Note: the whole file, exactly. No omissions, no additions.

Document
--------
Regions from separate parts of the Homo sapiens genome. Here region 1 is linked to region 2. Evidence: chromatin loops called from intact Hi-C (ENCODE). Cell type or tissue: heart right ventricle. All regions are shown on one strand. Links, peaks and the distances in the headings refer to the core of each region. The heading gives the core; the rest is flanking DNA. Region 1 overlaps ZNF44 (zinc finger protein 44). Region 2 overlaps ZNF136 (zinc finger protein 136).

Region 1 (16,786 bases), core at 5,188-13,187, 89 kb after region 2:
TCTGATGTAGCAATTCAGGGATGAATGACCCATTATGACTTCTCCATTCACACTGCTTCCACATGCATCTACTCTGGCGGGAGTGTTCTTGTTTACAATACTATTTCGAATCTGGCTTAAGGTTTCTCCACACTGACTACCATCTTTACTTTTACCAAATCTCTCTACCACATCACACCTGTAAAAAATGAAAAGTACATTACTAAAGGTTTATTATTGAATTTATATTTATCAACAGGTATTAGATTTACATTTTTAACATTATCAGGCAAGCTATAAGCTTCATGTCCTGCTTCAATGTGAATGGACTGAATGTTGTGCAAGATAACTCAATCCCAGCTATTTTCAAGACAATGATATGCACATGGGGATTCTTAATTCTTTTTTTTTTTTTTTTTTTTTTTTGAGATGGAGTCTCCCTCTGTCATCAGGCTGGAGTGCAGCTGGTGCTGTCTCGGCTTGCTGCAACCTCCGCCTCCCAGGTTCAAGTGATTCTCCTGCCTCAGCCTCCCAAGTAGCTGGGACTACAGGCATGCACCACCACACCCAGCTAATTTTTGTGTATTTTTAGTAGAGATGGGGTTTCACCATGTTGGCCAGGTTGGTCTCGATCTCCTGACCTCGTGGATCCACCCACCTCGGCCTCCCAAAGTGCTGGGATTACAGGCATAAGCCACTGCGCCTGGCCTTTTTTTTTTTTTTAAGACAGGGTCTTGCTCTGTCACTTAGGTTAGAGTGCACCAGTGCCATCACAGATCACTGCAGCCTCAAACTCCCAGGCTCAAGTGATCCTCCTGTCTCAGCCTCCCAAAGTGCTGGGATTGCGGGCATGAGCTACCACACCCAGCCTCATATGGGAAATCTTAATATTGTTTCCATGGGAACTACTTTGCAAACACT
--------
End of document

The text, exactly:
Regions from separate parts of the Homo sapiens genome. Here region 1 is linked to region 2. Evidence: chromatin loops called from intact Hi-C (ENCODE). Cell type or tissue: heart right ventricle. All regions are shown on one strand. Links, peaks and the distances in the headings refer to the core of each region. The heading gives the core; the rest is flanking DNA. Region 1 overlaps ZNF44 (zinc finger protein 44). Region 2 overlaps ZNF136 (zinc finger protein 136).

Region 1 (16,786 bases), core at 5,188-13,187, 89 kb after region 2:
TCTGATGTAGCAATTCAGGGATGAATGACCCATTATGACTTCTCCATTCACACTGCTTCCACATGCATCTACTCTGGCGGGAGTGTTCTTGTTTACAATACTATTTCGAATCTGGCTTAAGGTTTCTCCACACTGACTACCATCTTTACTTTTACCAAATCTCTCTACCACATCACACCTGTAAAAAATGAAAAGTACATTACTAAAGGTTTATTATTGAATTTATATTTATCAACAGGTATTAGATTTACATTTTTAACATTATCAGGCAAGCTATAAGCTTCATGTCCTGCTTCAATGTGAATGGACTGAATGTTGTGCAAGATAACTCAATCCCAGCTATTTTCAAGACAATGATATGCACATGGGGATTCTTAATTCTTTTTTTTTTTTTTTTTTTTTTTTGAGATGGAGTCTCCCTCTGTCATCAGGCTGGAGTGCAGCTGGTGCTGTCTCGGCTTGCTGCAACCTCCGCCTCCCAGGTTCAAGTGATTCTCCTGCCTCAGCCTCCCAAGTAGCTGGGACTACAGGCATGCACCACCACACCCAGCTAATTTTTGTGTATTTTTAGTAGAGATGGGGTTTCACCATGTTGGCCAGGTTGGTCTCGATCTCCTGACCTCGTGGATCCACCCACCTCGGCCTCCCAAAGTGCTGGGATTACAGGCATAAGCCACTGCGCCTGGCCTTTTTTTTTTTTTTAAGACAGGGTCTTGCTCTGTCACTTAGGTTAGAGTGCACCAGTGCCATCACAGATCACTGCAGCCTCAAACTCCCAGGCTCAAGTGATCCTCCTGTCTCAGCCTCCCAAAGTGCTGGGATTGCGGGCATGAGCTACCACACCCAGCCTCATATGGGAAATCTTAATATTGTTTCCATGGGAACTACTTTGCAAACACT